Losing the Plot

plot in September

plot in September

Gardening’s all about little and often, and for too much of this summer I’ve been managing the ‘little’ part, but not been so good at the ‘often’.

baby gem squash

baby gem squash

Fortunately, some of it has just been getting on without me. It’s probably too late for this baby gem squash, but who knows, I might get lucky.

larry_the_leek salad_leaves

Larry the leek, sole survivor of the great leek massacre, is still hanging in there, and the salad leaves look almost good enough to eat

Cabbage White Caterpillar

Cabbage White Caterpillar

But it’s in the broccoli bed that the real trouble lurks

broccoli_beforebroccoli_after
Before and after…
So far I’m picking them off by hand and ruthlessly squashing sorry, I was too squeamish for that, I’ve ruthlessly thrown them in the compost instead. With a few cabbage leaves for them to eat. It probably amounts to the same thing as far as the caterpillars are concerned, but it means I don’t have to deal with all the green blood.

many_caterpillars

Four days of diligent picking seem to have contained them a bit, although whether the plants will recover is another matter. And every time my back is turned, there’s a flutter of white as another butterfly comes around with another batch of eggs to make good the deficit.

16 Responses to Losing the Plot

  1. Not just us then. I spent most of yesterday afternoon doing the same job with the same critters. I’ll squash the little ‘uns but can’t be doing that with the big ones. I was a little less unfriendly though – I went for the drowning approach. Ended up with a small plastic container full of dead butterfly larvae. Made me nauseous looking at it!

    Hoping our Broccoli has some strength left too.

    Anyone got ideas for thoughts on prevention/cure for the cabbage whites?

  2. disgruntled says:

    yes it’s rather sick-making. I can’t do it for too long, because it’s just too horrible. It probably is better to drown them because if you don’t, and you turn your back for a minute, the caterpillars all start crawling out of the tub and make a bee line for the brassicas again

    The neighbour has nets over hers, although she’s got the same problem. Very fine net, and constant vigilance seems to be the answer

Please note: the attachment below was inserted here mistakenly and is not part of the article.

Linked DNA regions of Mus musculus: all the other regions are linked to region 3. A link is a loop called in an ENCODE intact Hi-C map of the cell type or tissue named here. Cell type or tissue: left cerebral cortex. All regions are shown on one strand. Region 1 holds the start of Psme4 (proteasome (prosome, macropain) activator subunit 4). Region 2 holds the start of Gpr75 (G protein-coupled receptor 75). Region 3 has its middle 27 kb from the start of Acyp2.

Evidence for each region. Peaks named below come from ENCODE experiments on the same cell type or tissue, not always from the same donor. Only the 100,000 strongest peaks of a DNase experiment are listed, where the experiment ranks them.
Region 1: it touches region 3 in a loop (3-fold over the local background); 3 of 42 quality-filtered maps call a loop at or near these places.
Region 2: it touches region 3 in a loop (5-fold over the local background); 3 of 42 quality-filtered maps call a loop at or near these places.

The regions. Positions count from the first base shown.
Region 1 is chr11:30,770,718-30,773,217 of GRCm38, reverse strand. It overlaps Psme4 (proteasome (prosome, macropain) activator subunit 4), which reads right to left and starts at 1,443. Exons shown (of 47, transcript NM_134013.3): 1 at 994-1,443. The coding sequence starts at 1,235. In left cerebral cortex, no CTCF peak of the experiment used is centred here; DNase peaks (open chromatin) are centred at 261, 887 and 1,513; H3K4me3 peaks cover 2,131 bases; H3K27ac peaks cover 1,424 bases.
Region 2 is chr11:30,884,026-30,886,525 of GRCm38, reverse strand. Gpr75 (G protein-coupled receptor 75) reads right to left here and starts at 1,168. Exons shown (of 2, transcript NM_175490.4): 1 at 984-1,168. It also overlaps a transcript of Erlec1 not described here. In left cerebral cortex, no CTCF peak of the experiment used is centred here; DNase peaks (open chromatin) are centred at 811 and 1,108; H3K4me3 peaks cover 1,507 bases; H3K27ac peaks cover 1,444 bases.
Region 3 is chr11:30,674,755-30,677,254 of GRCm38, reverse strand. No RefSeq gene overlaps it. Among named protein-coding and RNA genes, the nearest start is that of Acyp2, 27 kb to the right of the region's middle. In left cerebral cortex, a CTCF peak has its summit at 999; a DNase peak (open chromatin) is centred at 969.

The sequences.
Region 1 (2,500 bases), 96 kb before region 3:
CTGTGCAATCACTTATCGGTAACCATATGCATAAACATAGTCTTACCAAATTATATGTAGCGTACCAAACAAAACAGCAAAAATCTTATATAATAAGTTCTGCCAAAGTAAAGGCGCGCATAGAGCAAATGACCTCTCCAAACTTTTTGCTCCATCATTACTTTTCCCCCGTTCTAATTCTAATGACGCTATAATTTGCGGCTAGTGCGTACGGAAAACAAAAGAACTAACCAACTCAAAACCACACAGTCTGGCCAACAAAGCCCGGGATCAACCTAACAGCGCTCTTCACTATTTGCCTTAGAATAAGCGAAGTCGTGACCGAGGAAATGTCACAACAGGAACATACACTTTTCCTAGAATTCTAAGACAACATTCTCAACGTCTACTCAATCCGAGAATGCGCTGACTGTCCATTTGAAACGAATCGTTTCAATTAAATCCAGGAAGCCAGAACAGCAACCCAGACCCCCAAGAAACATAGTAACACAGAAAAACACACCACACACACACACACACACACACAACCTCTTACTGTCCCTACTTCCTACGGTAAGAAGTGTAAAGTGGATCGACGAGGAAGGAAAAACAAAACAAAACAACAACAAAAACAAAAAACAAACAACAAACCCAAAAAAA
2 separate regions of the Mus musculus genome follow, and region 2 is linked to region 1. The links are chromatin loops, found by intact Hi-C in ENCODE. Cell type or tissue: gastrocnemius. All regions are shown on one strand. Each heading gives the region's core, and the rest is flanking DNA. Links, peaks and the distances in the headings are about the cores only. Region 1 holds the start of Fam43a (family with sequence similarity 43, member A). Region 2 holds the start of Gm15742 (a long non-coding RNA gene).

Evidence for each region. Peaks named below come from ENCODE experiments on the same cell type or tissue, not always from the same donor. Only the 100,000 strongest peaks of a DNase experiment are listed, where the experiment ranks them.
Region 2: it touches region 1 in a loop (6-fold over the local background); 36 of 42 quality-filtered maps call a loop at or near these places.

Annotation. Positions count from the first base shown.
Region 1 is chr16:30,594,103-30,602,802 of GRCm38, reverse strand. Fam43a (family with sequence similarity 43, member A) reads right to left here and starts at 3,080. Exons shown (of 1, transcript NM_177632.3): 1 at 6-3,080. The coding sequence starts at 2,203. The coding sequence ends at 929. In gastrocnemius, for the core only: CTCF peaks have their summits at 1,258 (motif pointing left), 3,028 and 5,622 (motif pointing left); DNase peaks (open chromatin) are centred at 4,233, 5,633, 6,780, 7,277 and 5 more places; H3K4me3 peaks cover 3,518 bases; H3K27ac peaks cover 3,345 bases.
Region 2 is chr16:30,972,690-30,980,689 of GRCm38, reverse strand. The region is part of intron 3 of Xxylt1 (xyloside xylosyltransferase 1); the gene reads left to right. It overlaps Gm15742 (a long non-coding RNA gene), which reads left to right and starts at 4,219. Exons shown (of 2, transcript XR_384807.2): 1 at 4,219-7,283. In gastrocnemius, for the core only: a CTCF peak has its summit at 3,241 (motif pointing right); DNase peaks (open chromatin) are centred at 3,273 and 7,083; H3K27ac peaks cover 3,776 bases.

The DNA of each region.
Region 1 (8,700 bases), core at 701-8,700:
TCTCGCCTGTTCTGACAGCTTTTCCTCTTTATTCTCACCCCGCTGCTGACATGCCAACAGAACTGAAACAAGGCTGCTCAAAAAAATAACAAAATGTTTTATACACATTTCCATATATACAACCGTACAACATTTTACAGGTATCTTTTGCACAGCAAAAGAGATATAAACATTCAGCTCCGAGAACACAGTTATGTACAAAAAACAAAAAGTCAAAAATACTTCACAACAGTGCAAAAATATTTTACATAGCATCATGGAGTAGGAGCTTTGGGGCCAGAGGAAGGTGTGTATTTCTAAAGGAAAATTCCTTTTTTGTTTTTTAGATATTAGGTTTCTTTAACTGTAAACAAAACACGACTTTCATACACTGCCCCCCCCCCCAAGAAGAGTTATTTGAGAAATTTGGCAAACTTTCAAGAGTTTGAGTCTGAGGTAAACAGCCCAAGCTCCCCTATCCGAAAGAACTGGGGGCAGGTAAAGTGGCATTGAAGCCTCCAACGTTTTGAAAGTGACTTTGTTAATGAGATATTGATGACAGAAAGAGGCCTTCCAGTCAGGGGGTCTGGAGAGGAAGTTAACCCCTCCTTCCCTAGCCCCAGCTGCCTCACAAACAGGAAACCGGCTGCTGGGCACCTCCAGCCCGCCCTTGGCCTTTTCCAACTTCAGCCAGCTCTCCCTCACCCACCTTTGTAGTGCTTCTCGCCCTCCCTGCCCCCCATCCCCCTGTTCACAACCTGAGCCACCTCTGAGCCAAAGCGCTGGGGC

3. From what I’ve read, the net stops the butterflies getting to the plants to lay eggs in the first place – so you have to have it on at the right time, and supported above the brassicas.

    I’ve heard about some bacteria that you can spray that makes the caterpillars sick and/or die – it’s organic and not harmful to other organisms…apparently.

    They seem to like my raspberry plants too!

    Think I’m acquiring some of your disgruntledness…

  4. disgruntled says:

    Gardening will do that to you.

    I think some of my caterpillars have that bug already – there’s plenty of dried out corpses, althoug it mostly seems to be the smaller ones that are affected. Next year, I’m netting as soon as the plants are out from under their cloches.

  5. Flighty says:

    I sympathise but I’m lucky as I’ve hardly seen any caterpillars on my plot, mind you I don’t grow brassicas! xx

  6. Our broccoli has had the same problem. Completely decimated! I planted nasturtiums in an effort to lure the butterflies away, but I think it had the opposite effect and just lured them in like a two-for-one meal deal. :o(

  7. disgruntled says:

    Mr. Goat – mmm, maybe. You go first, and tell me how you get on
    Flighty – that might be the answer, but it’s a bit drastic
    Chastity – I think that way the butterflies will come in for the nectar and stay to lay their eggs.

  8. Been there done that. I’ve a friend who did VSO in Zimbabwe and she sent me a packet – very – erm – crunchy. Your turn now.

  9. […] purple broccoli. It seems a rather meagre recompense for all the time spent planting, replanting, caterpillar picking and anxiously brushing snow off them all winter, but maybe the rest will catch up. We’ll […]

  10. Mark S says:

    September one year on, and yes the Cabbage White caterpillars are back after just a few dry, warm and settled days. Interestingly saw very little butterfly activity, but hundreeds of caterpillars voraciously attacking the Purple Sprouting. Sometimes you just have to reach for the bottle and I must say the pymethrin I used this morning wiped out all the attack in about an hour. As it will be six months until we pick the produce in February, I consider there’s plenty of time for it to work out of the plants’ system, also it’s a contact spray and since there is no flower heads appearing for months, they will be clean when they emerge. All round a much better job, and at least I’ll get my greens.

  11. disgruntled says:

    Ah, this year I netted them although you have reminded me I need to check and see how many have penetrated my defences

  12. […] a tiny bit pleased with my veg growing efforts at the moment. Certainly compared with around this time last year the plot is looking much more like a productive garden and less like a disaster zone. And […]

  13. […] haven’t really done too well with cabbages this year; after the fun and games with the caterpillars last year I did net my brassicas, but while the broccoli are looking reasonably perky, the cabbages […]

  14. […] of the last. Take my brassicas. The first time I attempted to grow them they were plagued by cabbage whites. The next year I netted them against the butterflies and they were promptly munched by slugs. The […]

  15. […] theory that one cannot really destroy purple sprouting broccoli, which over the years has survived caterpillar attack, frozen winters, and variations on the ‘user error’ theme and still managed to give us […]

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